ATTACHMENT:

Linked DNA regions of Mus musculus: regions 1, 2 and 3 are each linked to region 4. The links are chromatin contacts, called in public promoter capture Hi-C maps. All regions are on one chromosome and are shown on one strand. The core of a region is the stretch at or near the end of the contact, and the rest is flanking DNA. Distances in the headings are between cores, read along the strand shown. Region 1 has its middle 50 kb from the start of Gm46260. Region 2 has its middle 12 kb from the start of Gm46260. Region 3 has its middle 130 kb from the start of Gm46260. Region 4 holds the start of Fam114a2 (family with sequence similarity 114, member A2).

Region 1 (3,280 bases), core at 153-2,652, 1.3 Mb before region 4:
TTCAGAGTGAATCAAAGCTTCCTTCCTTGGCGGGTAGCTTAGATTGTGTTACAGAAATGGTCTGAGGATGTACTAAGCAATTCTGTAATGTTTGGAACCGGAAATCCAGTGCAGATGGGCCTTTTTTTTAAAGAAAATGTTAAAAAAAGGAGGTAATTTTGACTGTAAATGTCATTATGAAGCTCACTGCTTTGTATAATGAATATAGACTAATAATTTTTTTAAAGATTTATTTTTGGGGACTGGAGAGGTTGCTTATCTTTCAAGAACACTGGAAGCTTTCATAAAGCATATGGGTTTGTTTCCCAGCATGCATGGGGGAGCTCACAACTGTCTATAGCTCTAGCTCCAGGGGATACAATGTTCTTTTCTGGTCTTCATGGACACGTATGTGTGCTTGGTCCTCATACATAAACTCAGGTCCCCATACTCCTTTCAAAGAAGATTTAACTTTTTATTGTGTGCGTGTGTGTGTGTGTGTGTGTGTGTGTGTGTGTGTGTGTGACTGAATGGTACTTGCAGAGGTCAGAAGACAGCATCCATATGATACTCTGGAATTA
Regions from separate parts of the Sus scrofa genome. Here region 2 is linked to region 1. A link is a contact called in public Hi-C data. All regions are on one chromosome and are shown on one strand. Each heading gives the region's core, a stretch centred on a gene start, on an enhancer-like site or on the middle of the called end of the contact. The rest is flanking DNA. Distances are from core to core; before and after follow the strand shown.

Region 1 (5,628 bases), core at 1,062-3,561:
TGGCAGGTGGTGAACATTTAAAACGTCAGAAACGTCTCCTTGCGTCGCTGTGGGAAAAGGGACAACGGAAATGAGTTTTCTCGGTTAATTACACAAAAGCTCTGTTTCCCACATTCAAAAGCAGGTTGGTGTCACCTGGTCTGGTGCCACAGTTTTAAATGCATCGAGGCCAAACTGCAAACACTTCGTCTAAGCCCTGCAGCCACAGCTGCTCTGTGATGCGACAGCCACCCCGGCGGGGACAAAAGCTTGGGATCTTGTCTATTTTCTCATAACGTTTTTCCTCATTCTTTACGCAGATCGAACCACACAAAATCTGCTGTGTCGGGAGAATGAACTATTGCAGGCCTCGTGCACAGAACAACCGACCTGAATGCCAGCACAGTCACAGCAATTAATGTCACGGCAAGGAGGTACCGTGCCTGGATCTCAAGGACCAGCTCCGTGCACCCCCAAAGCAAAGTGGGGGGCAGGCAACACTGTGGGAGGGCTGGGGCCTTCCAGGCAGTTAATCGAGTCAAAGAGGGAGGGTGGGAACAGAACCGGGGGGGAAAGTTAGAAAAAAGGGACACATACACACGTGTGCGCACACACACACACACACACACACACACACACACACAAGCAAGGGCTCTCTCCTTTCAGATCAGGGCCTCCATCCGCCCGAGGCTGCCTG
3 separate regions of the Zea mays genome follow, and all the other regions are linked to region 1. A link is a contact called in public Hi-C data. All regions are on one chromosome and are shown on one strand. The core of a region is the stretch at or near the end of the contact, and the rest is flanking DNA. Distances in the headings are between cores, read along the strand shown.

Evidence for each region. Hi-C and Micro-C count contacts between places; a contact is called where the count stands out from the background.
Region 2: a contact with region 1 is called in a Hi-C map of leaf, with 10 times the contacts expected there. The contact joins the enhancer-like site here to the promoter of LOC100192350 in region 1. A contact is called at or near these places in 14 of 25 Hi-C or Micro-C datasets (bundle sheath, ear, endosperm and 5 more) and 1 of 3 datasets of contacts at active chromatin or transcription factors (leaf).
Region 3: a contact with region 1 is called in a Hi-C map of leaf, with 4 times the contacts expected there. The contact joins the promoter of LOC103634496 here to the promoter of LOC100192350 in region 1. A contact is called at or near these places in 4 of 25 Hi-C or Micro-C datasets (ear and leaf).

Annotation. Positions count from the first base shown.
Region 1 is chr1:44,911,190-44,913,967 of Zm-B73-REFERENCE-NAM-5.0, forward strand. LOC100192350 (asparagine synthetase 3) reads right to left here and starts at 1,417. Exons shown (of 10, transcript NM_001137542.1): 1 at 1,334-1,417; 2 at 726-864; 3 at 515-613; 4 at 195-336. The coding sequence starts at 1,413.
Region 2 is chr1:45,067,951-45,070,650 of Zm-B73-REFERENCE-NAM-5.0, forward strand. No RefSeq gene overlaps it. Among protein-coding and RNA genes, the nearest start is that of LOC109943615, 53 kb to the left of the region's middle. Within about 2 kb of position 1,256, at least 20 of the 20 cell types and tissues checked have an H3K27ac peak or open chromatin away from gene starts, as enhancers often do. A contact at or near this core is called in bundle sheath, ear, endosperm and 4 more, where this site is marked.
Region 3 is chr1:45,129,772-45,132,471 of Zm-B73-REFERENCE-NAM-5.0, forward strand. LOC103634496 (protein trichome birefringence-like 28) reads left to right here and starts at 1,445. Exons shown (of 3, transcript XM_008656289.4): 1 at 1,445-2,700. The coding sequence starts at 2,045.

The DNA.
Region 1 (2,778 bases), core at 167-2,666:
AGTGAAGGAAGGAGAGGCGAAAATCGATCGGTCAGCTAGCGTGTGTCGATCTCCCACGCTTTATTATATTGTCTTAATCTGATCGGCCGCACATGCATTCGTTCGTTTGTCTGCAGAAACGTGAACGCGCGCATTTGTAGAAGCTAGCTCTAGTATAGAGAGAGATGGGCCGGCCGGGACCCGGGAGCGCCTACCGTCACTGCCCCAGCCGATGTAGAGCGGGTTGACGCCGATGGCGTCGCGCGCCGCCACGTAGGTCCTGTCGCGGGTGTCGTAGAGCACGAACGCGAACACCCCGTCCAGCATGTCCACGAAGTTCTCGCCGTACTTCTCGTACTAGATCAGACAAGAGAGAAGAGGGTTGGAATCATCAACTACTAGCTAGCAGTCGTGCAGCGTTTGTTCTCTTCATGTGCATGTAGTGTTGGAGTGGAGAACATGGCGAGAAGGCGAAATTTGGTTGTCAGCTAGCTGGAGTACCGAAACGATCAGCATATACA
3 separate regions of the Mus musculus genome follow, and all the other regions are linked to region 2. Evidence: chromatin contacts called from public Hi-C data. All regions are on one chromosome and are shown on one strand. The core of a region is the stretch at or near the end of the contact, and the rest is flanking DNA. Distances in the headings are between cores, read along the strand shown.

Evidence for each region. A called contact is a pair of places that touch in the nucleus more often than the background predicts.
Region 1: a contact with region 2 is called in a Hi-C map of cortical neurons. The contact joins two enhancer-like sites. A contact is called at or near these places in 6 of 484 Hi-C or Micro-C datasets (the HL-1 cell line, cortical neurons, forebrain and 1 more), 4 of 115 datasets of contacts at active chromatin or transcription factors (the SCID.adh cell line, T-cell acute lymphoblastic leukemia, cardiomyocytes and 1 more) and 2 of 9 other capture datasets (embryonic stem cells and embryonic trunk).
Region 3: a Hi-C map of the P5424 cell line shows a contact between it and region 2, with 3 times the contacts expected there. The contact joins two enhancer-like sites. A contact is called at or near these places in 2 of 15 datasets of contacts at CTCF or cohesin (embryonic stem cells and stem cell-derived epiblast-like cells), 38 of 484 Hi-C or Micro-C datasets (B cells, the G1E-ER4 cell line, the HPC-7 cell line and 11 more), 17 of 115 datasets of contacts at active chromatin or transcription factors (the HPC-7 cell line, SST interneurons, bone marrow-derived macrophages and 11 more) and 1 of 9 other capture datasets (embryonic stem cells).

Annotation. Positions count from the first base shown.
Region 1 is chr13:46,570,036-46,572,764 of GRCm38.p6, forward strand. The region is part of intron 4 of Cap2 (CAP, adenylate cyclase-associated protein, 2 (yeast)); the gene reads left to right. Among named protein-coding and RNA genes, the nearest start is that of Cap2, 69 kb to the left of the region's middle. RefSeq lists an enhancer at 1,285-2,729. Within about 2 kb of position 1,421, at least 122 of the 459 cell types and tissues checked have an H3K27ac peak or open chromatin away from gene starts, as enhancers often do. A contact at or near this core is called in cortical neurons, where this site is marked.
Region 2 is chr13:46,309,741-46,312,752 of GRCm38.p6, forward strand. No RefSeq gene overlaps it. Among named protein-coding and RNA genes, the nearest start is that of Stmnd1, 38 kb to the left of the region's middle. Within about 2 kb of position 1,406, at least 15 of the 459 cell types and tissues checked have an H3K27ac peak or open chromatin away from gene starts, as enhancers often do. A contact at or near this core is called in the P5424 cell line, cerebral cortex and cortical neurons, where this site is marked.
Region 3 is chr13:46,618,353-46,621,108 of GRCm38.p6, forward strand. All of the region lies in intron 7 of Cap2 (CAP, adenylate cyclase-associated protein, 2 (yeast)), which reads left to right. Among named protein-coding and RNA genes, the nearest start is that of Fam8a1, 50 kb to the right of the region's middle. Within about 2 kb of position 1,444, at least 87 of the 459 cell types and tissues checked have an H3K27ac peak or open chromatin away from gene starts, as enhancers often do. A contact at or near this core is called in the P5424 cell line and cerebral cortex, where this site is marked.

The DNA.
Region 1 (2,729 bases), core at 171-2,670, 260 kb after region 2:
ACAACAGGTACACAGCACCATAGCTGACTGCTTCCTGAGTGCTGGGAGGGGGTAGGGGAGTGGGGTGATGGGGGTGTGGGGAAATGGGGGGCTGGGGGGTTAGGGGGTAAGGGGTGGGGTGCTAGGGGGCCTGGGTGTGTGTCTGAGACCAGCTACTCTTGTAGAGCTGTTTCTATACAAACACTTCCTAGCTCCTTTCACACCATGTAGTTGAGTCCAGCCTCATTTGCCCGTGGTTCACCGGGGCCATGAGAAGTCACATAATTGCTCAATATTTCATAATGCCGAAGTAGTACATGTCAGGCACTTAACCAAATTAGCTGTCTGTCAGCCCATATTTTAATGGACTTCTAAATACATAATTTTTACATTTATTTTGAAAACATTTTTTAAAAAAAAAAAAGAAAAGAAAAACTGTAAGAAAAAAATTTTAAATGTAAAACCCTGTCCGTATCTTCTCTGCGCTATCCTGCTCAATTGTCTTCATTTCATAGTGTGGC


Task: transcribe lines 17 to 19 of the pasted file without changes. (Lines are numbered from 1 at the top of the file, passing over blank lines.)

AGTGAAGGAAGGAGAGGCGAAAATCGATCGGTCAGCTAGCGTGTGTCGATCTCCCACGCTTTATTATATTGTCTTAATCTGATCGGCCGCACATGCATTCGTTCGTTTGTCTGCAGAAACGTGAACGCGCGCATTTGTAGAAGCTAGCTCTAGTATAGAGAGAGATGGGCCGGCCGGGACCCGGGAGCGCCTACCGTCACTGCCCCAGCCGATGTAGAGCGGGTTGACGCCGATGGCGTCGCGCGCCGCCACGTAGGTCCTGTCGCGGGTGTCGTAGAGCACGAACGCGAACACCCCGTCCAGCATGTCCACGAAGTTCTCGCCGTACTTCTCGTACTAGATCAGACAAGAGAGAAGAGGGTTGGAATCATCAACTACTAGCTAGCAGTCGTGCAGCGTTTGTTCTCTTCATGTGCATGTAGTGTTGGAGTGGAGAACATGGCGAGAAGGCGAAATTTGGTTGTCAGCTAGCTGGAGTACCGAAACGATCAGCATATACA
3 separate regions of the Mus musculus genome follow, and all the other regions are linked to region 2. Evidence: chromatin contacts called from public Hi-C data. All regions are on one chromosome and are shown on one strand. The core of a region is the stretch at or near the end of the contact, and the rest is flanking DNA. Distances in the headings are between cores, read along the strand shown.

Evidence for each region. A called contact is a pair of places that touch in the nucleus more often than the background predicts.